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4 Life Insurance Riders You May Not Know About

April 29, 2015
Insurance, Life Insurance
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No life insurance policy is perfect. If you want to make just a few tweaks to yours, consider adding riders. These are extra coverage features you can add to your policy for an additional premium.

You might have already heard about the “return of premium” rider, which pays back your premiums at the end of your term life insurance policy if the death benefit hasn’t been paid. The “waiver of premium” rider is another common option. It pays your premiums if you become disabled and can’t work. However, there are many other riders to choose from, some of which you might not have already considered if you’re buying life insurance.

Term life rider on a whole life insurance policy

There’s no two ways about it: Whole life insurance is expensive. A 35-year-old woman would pay around $312 per month for a $500,000 whole life insurance policy, according to insurance agent group Trusted Choice. If she wants the cash value benefit that comes with whole life but can’t afford a $500,000 policy, she could buy a cheaper $250,000 whole life policy and cover the rest with a term life rider.

This gives you more protection at a lower cost. Before you do this, though, get a term life insurance quote for a separate policy. If you’re young, buying two separate policies could be less expensive than adding the rider.

Disability income rider

If you’re disabled and can’t work, you’ll need help paying more bills than just your life insurance premium. That’s where the disability income rider comes in. It generally pays a percentage of your policy value each month you’re unable to work.

In order to pay out, insurers typically require “total disability.” This can mean different things, such as not being able to perform your own job for two years, or not being able to perform any job. Check your insurer’s definition before signing up.

About 8.8 million American adults draw Social Security disability payments, according to the Social Security Administration, and many financial advisors recommend at least some insurance coverage against disability. But get quotes for separate disability insurance plans and find out whether you receive disability coverage through work before signing up for this rider.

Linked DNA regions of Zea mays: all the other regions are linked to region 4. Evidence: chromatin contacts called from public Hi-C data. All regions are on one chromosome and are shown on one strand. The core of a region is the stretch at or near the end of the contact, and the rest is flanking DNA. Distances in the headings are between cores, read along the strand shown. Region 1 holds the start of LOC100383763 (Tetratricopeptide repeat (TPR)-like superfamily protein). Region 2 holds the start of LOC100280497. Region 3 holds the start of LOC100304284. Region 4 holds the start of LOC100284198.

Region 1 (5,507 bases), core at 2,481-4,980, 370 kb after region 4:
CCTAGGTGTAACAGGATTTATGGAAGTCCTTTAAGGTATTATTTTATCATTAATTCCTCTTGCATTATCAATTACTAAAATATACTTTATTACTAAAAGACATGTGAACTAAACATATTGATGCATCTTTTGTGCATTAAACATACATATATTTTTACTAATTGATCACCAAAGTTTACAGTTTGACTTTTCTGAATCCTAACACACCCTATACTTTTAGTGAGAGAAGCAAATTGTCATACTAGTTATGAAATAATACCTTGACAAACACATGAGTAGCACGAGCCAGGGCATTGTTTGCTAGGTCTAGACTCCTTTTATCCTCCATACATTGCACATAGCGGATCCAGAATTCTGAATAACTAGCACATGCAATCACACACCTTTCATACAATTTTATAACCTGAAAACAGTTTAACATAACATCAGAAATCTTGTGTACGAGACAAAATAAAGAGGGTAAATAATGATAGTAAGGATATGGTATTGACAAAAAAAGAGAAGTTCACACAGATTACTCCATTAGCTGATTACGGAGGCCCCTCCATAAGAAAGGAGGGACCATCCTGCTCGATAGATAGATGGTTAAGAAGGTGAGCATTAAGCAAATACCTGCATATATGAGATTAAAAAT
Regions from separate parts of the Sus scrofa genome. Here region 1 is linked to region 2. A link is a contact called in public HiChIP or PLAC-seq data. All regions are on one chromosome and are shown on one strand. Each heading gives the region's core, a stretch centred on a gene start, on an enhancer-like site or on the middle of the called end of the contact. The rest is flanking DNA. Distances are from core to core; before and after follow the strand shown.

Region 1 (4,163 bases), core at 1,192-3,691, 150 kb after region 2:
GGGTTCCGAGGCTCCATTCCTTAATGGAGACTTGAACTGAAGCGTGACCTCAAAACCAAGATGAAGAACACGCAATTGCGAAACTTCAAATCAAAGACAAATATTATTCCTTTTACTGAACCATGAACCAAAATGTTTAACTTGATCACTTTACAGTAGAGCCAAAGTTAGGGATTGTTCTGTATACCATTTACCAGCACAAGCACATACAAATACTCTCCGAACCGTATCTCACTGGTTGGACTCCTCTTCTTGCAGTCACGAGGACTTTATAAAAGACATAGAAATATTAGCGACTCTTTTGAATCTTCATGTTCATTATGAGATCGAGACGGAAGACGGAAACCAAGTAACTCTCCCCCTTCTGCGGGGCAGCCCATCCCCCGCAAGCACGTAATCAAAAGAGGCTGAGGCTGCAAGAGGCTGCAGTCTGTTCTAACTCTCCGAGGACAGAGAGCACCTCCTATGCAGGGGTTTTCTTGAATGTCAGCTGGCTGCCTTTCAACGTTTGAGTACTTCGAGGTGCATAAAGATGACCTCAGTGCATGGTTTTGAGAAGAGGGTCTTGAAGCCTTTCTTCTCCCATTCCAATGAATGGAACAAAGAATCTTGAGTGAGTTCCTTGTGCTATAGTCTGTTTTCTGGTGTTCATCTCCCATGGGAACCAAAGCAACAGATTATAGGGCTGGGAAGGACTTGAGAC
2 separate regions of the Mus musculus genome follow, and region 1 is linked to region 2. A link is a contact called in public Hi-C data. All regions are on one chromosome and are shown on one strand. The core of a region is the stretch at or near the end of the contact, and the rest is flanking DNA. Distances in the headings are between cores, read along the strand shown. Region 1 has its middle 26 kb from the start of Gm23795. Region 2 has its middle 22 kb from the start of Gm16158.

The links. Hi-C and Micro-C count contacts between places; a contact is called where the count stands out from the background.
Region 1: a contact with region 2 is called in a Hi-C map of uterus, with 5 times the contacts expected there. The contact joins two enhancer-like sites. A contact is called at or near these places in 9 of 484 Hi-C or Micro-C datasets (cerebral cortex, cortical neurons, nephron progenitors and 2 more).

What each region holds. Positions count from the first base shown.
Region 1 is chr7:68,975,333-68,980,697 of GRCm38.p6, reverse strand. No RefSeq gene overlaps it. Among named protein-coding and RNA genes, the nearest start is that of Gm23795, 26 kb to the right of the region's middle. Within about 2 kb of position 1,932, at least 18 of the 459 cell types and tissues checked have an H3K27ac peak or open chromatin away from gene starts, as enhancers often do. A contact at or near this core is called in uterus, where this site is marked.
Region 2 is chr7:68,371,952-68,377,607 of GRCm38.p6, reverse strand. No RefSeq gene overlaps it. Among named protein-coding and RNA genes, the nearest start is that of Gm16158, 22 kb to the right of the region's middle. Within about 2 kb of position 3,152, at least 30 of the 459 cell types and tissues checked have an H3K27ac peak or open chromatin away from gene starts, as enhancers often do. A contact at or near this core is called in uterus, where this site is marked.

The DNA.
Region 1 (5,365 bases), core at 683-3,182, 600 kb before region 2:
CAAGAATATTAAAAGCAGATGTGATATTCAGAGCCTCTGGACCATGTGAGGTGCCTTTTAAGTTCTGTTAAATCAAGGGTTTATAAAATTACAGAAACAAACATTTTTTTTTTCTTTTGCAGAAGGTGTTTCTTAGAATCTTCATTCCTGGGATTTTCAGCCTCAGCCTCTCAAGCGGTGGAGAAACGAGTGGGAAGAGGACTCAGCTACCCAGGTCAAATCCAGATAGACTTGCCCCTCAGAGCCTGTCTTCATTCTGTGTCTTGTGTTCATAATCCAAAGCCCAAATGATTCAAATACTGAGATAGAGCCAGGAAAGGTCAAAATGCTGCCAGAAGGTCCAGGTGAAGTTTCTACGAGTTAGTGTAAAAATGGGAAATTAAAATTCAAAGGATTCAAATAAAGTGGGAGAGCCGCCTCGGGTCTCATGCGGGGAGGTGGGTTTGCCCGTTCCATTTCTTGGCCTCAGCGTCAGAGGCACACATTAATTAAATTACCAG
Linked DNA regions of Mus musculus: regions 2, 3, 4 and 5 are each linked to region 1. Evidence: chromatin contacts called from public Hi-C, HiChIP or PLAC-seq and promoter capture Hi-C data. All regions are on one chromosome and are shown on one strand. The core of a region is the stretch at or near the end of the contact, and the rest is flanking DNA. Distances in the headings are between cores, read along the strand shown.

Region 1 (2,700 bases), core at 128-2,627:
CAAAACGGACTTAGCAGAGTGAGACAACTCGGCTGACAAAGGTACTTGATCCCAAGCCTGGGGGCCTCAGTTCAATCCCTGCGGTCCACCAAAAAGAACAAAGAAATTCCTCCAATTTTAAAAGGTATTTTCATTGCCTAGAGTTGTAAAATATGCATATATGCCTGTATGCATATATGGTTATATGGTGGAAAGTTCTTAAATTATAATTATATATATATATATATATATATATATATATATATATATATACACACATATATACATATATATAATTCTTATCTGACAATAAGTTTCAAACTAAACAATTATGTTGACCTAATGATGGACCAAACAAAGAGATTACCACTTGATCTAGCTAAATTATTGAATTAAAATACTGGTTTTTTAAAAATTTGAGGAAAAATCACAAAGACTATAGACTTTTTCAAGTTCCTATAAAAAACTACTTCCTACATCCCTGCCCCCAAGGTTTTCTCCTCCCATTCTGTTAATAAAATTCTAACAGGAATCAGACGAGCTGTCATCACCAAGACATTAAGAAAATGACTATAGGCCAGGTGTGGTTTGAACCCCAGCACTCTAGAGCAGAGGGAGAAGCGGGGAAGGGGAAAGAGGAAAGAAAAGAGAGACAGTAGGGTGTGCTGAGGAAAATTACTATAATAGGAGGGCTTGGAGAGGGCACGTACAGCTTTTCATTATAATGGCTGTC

Cost of living rider

If you worry that inflation will erode the value of your insurance policy’s death benefit, so that it won’t be enough for your family, consider the cost of living rider. This coverage directs your insurance company to increase the benefit — sometimes once a year, sometimes every few years — in conjunction with the Consumer Price Index. Keep in mind that your benefit won’t decrease if the CPI declines, and that an increase in the benefit may mean an increase in premiums.

Accidental death benefit rider

“Double Indemnity” isn’t just a movie. It’s also a type of life insurance rider that pays out more money — often twice your original death benefit — if you die in an accident.

Few people should sign up for the accidental death benefit rider, simply because the odds of dying by what your insurer would consider an accident are so small. But if your occupation or hobbies make this more likely — and they don’t make it prohibitively expensive for you to get life insurance in the first place — this may be a good use of your dollars.

The bottom line

All of the best life insurance companies offer a variety of riders. Because riders add extra costs to your policy, you should always consider them carefully, especially if you’re already paying for whole life insurance coverage. There’s no reason to spend money that you don’t have to spend. But if you use them correctly, riders can fill major gaps in your coverage, keeping you and your family safe both during your life and after your death.

Alice Holbrook is a staff writer covering insurance and investing for NerdWallet. Follow her on Twitter @alicenerdwallet and on Google+.

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